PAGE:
boundary 2

Title boundary 2: an international journal of literature and culture
Location Durham, NC
Publisher Duke University Press
Periodicity Thrice a year
ISSN 0190-3659
URL boundary 2 website
Published Since 1970-
Indexed Holdings 2010-


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Periodical's Overview

From boundary 2's inaugural announcement: “As the title suggests, the essential subject matter of our journal will be what is now called “post-modern” literature. Though we are uncertain about the direction this literature is taking, we are inclined to see the age of Mallarmé, Eliot, Joyce, Yeats, Pound, etc. as having more or less run its course. We believe that since World War II a new imagination has been struggling to be born and that these last twenty years (like the thirty years or so before World War I) represent another period of transition. The function of boundary 2 will be to play midwife to this new, “postmodern” imagination by publishing poetry, fiction and drama that explore its possibilities and literary criticism and scholarship that attempt to clarify its direction. The transition from the Victorian to the Modern period was largely limited to an exchange between Anglo-American and French literature. The new transition, we feel, is radically international in character. Thus we intend to present (as much as conditions will allow) what is going on in the contemporary creative and critical imaginations everywhere in the world.”[1]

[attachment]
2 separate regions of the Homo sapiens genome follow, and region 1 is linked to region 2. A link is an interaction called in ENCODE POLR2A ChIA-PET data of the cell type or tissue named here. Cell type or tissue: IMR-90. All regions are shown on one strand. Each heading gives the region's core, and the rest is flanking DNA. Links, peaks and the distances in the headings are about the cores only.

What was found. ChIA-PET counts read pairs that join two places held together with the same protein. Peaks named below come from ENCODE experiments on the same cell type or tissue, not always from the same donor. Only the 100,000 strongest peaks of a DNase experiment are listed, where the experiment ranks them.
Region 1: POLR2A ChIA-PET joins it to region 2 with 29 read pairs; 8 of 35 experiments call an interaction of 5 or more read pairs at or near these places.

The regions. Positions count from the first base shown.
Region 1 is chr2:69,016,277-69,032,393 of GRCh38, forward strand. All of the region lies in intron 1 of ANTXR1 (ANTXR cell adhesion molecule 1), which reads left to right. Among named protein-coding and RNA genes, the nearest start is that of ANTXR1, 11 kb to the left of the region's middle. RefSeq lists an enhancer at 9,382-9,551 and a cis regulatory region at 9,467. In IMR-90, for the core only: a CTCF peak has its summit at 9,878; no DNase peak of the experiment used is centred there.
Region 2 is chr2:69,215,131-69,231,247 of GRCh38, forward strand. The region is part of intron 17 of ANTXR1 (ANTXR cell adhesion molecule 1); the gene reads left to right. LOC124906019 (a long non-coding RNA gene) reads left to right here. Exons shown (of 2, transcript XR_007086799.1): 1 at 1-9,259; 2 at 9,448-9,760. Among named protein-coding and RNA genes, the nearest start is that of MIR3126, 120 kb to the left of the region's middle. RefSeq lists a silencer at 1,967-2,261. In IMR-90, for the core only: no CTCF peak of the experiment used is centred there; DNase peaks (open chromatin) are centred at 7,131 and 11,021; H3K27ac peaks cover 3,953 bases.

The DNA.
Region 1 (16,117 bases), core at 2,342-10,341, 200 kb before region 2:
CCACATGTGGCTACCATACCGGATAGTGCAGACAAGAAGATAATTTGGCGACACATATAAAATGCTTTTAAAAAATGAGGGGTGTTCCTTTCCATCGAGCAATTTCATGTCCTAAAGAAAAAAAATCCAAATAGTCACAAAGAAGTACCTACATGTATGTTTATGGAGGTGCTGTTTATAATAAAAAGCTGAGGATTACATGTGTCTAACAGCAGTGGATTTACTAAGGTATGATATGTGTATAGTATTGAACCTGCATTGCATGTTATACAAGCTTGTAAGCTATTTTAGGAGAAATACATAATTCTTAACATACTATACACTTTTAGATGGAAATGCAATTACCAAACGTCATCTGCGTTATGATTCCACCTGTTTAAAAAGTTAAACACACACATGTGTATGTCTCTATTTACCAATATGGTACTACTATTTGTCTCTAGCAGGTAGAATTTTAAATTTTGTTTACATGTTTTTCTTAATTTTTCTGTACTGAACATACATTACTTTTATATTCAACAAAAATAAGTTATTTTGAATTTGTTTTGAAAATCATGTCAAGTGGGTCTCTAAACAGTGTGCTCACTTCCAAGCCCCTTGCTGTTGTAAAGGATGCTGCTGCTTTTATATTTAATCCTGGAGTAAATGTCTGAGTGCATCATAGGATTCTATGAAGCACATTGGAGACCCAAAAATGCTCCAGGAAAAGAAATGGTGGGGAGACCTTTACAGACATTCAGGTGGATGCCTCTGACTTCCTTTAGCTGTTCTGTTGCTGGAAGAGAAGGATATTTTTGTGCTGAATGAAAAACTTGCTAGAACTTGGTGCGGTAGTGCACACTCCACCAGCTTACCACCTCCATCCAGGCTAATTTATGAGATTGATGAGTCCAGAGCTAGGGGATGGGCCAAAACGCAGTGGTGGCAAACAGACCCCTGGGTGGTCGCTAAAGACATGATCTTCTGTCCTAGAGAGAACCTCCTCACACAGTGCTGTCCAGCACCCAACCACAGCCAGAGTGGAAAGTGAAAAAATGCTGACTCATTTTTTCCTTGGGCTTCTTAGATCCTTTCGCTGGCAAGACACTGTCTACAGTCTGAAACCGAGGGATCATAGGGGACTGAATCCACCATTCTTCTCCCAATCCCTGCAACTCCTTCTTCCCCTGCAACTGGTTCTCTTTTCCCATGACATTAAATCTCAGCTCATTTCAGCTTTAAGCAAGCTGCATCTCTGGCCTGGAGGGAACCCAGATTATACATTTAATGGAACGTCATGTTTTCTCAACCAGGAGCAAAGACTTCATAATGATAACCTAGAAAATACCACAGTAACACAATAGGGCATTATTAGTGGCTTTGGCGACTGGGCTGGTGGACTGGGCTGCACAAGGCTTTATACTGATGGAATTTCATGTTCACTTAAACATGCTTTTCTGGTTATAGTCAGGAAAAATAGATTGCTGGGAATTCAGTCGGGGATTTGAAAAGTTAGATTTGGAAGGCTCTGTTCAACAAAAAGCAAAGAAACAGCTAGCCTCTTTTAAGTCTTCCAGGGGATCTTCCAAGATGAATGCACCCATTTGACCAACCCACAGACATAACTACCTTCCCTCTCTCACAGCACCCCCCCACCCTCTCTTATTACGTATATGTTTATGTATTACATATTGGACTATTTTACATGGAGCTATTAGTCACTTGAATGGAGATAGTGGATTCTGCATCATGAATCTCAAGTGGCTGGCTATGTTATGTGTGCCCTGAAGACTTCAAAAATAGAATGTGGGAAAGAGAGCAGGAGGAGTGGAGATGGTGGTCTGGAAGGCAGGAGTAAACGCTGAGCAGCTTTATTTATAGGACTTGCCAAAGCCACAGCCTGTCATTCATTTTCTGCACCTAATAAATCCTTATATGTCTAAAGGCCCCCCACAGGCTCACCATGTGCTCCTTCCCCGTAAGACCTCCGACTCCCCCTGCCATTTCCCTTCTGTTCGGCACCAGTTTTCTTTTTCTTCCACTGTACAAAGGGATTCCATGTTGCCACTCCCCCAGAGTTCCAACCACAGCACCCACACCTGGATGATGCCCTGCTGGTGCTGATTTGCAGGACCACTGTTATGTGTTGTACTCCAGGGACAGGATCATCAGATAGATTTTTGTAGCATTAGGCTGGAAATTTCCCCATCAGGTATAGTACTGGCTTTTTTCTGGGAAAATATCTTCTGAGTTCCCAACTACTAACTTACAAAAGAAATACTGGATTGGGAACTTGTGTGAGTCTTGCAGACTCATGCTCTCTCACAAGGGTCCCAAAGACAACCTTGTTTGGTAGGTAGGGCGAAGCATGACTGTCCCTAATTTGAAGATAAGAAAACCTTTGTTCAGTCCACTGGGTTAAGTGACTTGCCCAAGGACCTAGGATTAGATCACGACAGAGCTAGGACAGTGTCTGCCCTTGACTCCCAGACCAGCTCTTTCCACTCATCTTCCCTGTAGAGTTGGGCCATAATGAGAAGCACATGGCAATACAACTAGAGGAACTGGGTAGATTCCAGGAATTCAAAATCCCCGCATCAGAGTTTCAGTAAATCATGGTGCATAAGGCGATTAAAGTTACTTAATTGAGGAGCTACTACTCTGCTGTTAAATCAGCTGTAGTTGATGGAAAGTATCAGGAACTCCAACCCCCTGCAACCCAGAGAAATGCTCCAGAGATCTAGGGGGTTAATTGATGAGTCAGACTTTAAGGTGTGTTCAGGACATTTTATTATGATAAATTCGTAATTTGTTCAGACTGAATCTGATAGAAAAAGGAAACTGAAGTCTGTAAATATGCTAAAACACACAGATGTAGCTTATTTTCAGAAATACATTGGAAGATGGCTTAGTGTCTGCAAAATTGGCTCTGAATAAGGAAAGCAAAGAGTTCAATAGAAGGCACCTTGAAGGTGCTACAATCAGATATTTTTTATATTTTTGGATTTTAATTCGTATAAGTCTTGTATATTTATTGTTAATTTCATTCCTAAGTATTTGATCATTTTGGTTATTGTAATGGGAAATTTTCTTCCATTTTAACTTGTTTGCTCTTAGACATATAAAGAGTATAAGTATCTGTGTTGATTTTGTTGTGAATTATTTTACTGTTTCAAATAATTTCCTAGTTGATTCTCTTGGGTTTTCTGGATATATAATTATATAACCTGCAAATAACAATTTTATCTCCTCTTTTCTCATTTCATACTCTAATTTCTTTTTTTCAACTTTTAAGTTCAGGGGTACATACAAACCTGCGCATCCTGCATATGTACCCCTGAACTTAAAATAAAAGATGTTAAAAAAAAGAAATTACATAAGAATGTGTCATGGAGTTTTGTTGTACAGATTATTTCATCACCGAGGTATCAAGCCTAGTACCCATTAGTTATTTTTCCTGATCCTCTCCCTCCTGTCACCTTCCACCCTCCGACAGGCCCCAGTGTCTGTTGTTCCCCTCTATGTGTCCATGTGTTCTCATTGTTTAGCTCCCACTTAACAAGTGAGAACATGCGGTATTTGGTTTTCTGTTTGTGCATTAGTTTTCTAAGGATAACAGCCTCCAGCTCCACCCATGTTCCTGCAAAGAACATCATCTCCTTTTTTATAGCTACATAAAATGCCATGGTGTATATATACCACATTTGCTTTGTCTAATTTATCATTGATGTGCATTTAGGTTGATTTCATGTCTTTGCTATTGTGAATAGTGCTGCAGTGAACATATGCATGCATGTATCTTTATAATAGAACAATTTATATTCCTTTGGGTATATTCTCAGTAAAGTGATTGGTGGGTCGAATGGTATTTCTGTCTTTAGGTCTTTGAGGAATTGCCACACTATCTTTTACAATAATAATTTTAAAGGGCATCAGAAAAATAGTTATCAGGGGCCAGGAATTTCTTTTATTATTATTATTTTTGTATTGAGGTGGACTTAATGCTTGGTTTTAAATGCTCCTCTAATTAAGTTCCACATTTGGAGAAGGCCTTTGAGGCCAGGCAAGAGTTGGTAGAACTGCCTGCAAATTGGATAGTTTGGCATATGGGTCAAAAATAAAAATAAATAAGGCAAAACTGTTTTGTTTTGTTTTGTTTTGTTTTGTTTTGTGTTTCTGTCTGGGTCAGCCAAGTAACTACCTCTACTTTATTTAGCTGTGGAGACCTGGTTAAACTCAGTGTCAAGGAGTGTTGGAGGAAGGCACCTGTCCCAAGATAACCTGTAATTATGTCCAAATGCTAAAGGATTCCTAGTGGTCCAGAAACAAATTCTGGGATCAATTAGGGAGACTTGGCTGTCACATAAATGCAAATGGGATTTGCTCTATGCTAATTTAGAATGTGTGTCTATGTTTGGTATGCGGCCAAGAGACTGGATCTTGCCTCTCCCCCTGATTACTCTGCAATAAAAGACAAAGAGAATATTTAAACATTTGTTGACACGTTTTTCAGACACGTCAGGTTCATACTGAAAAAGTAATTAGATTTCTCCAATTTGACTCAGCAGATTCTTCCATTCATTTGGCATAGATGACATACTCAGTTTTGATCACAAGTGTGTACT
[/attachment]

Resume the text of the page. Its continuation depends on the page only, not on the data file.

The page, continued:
Paul Bové: “[With volume 17] boundary 2 has also changed its subtitle; we are now an international journal of literature and culture. We have decided to de-emphasize our previous concern with “the postmodern”--a term so embroiled in controversy and so difficult to use with precision--to approach problems of literature and culture from a number of politically, historically, and theoretically informed perspectives. We remain committed to understanding the present; and we remain committed to approaching the study of culture and politics through literature, philosophy, and the human sciences. We want to emphasize our interest in approaching cultural, political questions with a global or international awareness. We also want to renew our commitment to feminist and minority research and criticism.”[2]

Selected Subject Headings

  • Agent (philosophy)
  • Canon (literature)
  • Civil rights - United States
  • Comparative literature - history and criticism
  • Cultural pluralism
  • Debates and debating
  • Delusions
  • Dromology
  • Fiction, Theory of
  • Human-machine systems
  • Human rights - China
  • Kikuyu poetry
  • Koran - hermeneutics
  • Nonviolence - South Africa
  • Language policy - Turkey
  • Learning and scholarship - historiography
  • Literary criticism - Ireland
  • Modernism (literature)
  • Palestinian Arabs - history
  • Philosophical anthropology
  • Postcolonial theory
  • Postmodernism (literature) - United States
  • Squatter settlements - Malaysia


Founded in the early 1970s by literary critic William V. Spanos and novelist Robert Kroetsch, boundary 2’s title was inspired by Karl Jasper’s concept of die Grenzsituation, a boundary or ultimate situation, an extreme situation; according to Spanos, “we thought of that time in terms of a crisis moment, a time between an old modernism and a postmodernism.”[3] Therefore, the journal’s initial subtitle: “A journal of postmodern literature.”